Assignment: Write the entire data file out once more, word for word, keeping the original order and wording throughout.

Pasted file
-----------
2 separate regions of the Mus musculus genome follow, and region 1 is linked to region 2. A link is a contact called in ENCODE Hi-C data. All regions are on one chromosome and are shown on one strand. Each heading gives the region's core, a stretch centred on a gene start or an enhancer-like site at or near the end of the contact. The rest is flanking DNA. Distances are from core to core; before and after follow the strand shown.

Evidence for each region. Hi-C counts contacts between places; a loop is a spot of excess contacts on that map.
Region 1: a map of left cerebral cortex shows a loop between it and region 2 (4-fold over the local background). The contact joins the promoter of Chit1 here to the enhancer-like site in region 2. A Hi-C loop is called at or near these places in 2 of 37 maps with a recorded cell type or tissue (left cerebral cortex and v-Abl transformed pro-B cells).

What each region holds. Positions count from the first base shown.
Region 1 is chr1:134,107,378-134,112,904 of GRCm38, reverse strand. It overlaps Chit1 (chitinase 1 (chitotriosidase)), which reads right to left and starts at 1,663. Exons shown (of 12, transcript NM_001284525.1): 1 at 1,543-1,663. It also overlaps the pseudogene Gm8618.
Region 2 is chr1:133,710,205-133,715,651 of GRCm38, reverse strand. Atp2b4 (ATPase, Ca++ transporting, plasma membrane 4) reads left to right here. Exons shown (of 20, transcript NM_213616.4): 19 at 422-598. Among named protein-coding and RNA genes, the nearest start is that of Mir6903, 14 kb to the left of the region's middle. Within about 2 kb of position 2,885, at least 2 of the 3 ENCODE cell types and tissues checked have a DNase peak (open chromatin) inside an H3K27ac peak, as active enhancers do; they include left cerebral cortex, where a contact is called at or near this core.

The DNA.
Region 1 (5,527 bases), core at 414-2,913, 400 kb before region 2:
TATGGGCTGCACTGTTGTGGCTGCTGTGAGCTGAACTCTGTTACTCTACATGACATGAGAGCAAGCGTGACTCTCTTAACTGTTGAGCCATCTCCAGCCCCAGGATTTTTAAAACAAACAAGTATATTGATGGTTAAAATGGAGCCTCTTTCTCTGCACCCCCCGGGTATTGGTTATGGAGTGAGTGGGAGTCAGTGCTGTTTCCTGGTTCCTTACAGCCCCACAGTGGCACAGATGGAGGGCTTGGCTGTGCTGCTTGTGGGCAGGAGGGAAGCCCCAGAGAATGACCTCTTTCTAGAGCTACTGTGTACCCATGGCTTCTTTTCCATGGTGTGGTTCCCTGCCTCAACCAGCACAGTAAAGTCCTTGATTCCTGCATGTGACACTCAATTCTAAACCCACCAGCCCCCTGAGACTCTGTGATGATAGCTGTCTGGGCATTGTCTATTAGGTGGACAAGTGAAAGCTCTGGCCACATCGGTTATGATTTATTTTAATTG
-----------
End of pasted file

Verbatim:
2 separate regions of the Mus musculus genome follow, and region 1 is linked to region 2. A link is a contact called in ENCODE Hi-C data. All regions are on one chromosome and are shown on one strand. Each heading gives the region's core, a stretch centred on a gene start or an enhancer-like site at or near the end of the contact. The rest is flanking DNA. Distances are from core to core; before and after follow the strand shown.

Evidence for each region. Hi-C counts contacts between places; a loop is a spot of excess contacts on that map.
Region 1: a map of left cerebral cortex shows a loop between it and region 2 (4-fold over the local background). The contact joins the promoter of Chit1 here to the enhancer-like site in region 2. A Hi-C loop is called at or near these places in 2 of 37 maps with a recorded cell type or tissue (left cerebral cortex and v-Abl transformed pro-B cells).

What each region holds. Positions count from the first base shown.
Region 1 is chr1:134,107,378-134,112,904 of GRCm38, reverse strand. It overlaps Chit1 (chitinase 1 (chitotriosidase)), which reads right to left and starts at 1,663. Exons shown (of 12, transcript NM_001284525.1): 1 at 1,543-1,663. It also overlaps the pseudogene Gm8618.
Region 2 is chr1:133,710,205-133,715,651 of GRCm38, reverse strand. Atp2b4 (ATPase, Ca++ transporting, plasma membrane 4) reads left to right here. Exons shown (of 20, transcript NM_213616.4): 19 at 422-598. Among named protein-coding and RNA genes, the nearest start is that of Mir6903, 14 kb to the left of the region's middle. Within about 2 kb of position 2,885, at least 2 of the 3 ENCODE cell types and tissues checked have a DNase peak (open chromatin) inside an H3K27ac peak, as active enhancers do; they include left cerebral cortex, where a contact is called at or near this core.

The DNA.
Region 1 (5,527 bases), core at 414-2,913, 400 kb before region 2:
TATGGGCTGCACTGTTGTGGCTGCTGTGAGCTGAACTCTGTTACTCTACATGACATGAGAGCAAGCGTGACTCTCTTAACTGTTGAGCCATCTCCAGCCCCAGGATTTTTAAAACAAACAAGTATATTGATGGTTAAAATGGAGCCTCTTTCTCTGCACCCCCCGGGTATTGGTTATGGAGTGAGTGGGAGTCAGTGCTGTTTCCTGGTTCCTTACAGCCCCACAGTGGCACAGATGGAGGGCTTGGCTGTGCTGCTTGTGGGCAGGAGGGAAGCCCCAGAGAATGACCTCTTTCTAGAGCTACTGTGTACCCATGGCTTCTTTTCCATGGTGTGGTTCCCTGCCTCAACCAGCACAGTAAAGTCCTTGATTCCTGCATGTGACACTCAATTCTAAACCCACCAGCCCCCTGAGACTCTGTGATGATAGCTGTCTGGGCATTGTCTATTAGGTGGACAAGTGAAAGCTCTGGCCACATCGGTTATGATTTATTTTAATTG